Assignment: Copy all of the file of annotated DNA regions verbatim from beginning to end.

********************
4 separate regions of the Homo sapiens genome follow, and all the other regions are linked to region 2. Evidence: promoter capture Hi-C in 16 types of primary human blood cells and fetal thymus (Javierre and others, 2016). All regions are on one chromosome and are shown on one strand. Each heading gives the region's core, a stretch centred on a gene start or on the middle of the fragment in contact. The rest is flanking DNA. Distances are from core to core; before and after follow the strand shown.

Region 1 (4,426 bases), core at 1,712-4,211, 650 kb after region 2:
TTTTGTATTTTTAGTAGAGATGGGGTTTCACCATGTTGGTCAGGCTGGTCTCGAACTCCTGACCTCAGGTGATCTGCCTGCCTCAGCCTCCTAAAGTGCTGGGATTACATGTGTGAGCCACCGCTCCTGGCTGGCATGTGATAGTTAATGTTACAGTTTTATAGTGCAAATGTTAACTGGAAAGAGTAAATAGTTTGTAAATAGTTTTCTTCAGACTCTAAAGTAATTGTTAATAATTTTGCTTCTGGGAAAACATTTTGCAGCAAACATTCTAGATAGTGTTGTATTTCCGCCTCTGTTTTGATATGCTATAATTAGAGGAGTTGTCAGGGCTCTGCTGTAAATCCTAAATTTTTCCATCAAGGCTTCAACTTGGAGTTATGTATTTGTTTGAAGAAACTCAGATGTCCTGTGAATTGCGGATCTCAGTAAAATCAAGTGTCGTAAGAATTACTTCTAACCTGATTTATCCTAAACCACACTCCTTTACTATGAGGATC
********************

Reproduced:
4 separate regions of the Homo sapiens genome follow, and all the other regions are linked to region 2. Evidence: promoter capture Hi-C in 16 types of primary human blood cells and fetal thymus (Javierre and others, 2016). All regions are on one chromosome and are shown on one strand. Each heading gives the region's core, a stretch centred on a gene start or on the middle of the fragment in contact. The rest is flanking DNA. Distances are from core to core; before and after follow the strand shown.

Region 1 (4,426 bases), core at 1,712-4,211, 650 kb after region 2:
TTTTGTATTTTTAGTAGAGATGGGGTTTCACCATGTTGGTCAGGCTGGTCTCGAACTCCTGACCTCAGGTGATCTGCCTGCCTCAGCCTCCTAAAGTGCTGGGATTACATGTGTGAGCCACCGCTCCTGGCTGGCATGTGATAGTTAATGTTACAGTTTTATAGTGCAAATGTTAACTGGAAAGAGTAAATAGTTTGTAAATAGTTTTCTTCAGACTCTAAAGTAATTGTTAATAATTTTGCTTCTGGGAAAACATTTTGCAGCAAACATTCTAGATAGTGTTGTATTTCCGCCTCTGTTTTGATATGCTATAATTAGAGGAGTTGTCAGGGCTCTGCTGTAAATCCTAAATTTTTCCATCAAGGCTTCAACTTGGAGTTATGTATTTGTTTGAAGAAACTCAGATGTCCTGTGAATTGCGGATCTCAGTAAAATCAAGTGTCGTAAGAATTACTTCTAACCTGATTTATCCTAAACCACACTCCTTTACTATGAGGATC